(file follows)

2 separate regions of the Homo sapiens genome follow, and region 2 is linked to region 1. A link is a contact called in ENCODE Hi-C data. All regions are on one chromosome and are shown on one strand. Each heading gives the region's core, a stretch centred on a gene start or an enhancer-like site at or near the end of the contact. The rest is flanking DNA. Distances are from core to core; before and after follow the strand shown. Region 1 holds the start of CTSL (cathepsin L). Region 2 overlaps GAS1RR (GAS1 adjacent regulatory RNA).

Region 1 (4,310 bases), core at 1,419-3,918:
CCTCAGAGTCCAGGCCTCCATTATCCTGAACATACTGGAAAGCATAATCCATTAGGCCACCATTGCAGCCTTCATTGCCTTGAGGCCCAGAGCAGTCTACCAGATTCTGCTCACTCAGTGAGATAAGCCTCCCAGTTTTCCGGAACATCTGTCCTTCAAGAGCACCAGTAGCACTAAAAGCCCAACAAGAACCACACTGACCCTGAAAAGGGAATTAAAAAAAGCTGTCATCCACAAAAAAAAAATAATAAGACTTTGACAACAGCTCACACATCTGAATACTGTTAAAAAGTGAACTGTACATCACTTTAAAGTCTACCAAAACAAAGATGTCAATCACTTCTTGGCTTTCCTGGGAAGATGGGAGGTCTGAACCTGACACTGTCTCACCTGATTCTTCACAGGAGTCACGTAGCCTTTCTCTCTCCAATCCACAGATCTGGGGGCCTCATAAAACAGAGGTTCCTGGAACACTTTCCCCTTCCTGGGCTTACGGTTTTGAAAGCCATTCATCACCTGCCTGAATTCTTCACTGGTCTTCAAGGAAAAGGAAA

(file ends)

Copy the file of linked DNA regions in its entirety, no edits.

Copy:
2 separate regions of the Homo sapiens genome follow, and region 2 is linked to region 1. A link is a contact called in ENCODE Hi-C data. All regions are on one chromosome and are shown on one strand. Each heading gives the region's core, a stretch centred on a gene start or an enhancer-like site at or near the end of the contact. The rest is flanking DNA. Distances are from core to core; before and after follow the strand shown. Region 1 holds the start of CTSL (cathepsin L). Region 2 overlaps GAS1RR (GAS1 adjacent regulatory RNA).

Region 1 (4,310 bases), core at 1,419-3,918:
CCTCAGAGTCCAGGCCTCCATTATCCTGAACATACTGGAAAGCATAATCCATTAGGCCACCATTGCAGCCTTCATTGCCTTGAGGCCCAGAGCAGTCTACCAGATTCTGCTCACTCAGTGAGATAAGCCTCCCAGTTTTCCGGAACATCTGTCCTTCAAGAGCACCAGTAGCACTAAAAGCCCAACAAGAACCACACTGACCCTGAAAAGGGAATTAAAAAAAGCTGTCATCCACAAAAAAAAAATAATAAGACTTTGACAACAGCTCACACATCTGAATACTGTTAAAAAGTGAACTGTACATCACTTTAAAGTCTACCAAAACAAAGATGTCAATCACTTCTTGGCTTTCCTGGGAAGATGGGAGGTCTGAACCTGACACTGTCTCACCTGATTCTTCACAGGAGTCACGTAGCCTTTCTCTCTCCAATCCACAGATCTGGGGGCCTCATAAAACAGAGGTTCCTGGAACACTTTCCCCTTCCTGGGCTTACGGTTTTGAAAGCCATTCATCACCTGCCTGAATTCTTCACTGGTCTTCAAGGAAAAGGAAA